At one of the last Stand Up Seoul events I attended, I asked Albert to explain just why it is that he thinks Korea has the best stand up scene in Asia. “It’s simple. These guys are getting on the stage all the time and always working on their stuff. They’re coming up with new stuff all the time just to be bringing something fresh to the stage with all the shows we have. Hong Kong might have a bigger scene [in terms of the crowd size], but the guys there aren’t getting on stage as much as the guys here. Korea is making better comics.” Albert then double-downed on his statement and guaranteed that the next big comic to come out of Asia will come out of Korea. Honestly, given what I saw during my time there, this statement hardly seems like a bold prediction.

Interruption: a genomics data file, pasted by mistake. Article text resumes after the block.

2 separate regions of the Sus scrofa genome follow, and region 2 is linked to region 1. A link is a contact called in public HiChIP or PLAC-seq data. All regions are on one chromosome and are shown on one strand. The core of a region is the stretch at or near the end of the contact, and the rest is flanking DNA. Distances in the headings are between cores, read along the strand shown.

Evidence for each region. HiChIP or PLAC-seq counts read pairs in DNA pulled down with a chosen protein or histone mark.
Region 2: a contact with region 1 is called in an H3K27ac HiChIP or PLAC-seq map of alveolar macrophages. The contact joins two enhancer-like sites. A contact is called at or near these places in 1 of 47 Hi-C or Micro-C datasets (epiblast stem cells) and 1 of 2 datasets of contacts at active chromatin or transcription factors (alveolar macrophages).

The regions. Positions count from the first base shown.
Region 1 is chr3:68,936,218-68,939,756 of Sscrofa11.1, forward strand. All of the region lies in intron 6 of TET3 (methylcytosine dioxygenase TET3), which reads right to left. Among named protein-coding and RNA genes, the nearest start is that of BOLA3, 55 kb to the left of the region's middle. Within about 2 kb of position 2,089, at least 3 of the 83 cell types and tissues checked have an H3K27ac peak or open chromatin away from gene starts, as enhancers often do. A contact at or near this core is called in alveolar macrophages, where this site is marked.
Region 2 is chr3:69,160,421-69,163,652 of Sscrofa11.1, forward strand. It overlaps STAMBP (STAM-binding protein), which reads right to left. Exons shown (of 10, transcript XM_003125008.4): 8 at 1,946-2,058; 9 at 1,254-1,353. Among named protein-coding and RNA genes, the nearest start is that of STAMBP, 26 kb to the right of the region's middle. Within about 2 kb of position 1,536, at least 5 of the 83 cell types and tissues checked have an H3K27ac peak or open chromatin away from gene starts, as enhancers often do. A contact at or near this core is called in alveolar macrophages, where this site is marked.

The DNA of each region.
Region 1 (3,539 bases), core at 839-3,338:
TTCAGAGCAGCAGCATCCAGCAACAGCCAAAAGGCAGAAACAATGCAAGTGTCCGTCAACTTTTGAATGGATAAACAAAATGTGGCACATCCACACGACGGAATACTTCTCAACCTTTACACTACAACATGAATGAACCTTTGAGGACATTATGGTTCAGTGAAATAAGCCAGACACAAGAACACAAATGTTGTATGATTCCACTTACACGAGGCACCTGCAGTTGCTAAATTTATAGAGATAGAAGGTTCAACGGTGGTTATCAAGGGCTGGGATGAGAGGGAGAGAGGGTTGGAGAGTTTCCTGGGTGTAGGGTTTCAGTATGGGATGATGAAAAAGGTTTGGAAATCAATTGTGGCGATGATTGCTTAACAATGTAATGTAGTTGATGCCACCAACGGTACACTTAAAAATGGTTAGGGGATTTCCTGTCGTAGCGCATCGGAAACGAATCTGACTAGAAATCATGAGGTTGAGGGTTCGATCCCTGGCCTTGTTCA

SideBar: Big thanks to Albert Escobedo, Dan Wiberg and all the other comics who helped me get this article together. Also, a special thanks to Peter Burns of Burns Photography for allowing us to use his pictures.

Brian M. Williams
Brian is the author of the recently published travel memoir "Stranger in a Stranger Land: My Six Years in Korea." (Click this profile for more information.) He's also a law school grad with Southern charm and Virginia roots. He recently returned to America after nearly seven years traveling and working abroad. He loves dive bars, international travel and foreign accents. He's particularly good at small talk and was the first person to notice there's no "I" in "team."

2 thoughts on “South Korea: On the Border of Comedy

Leave a Reply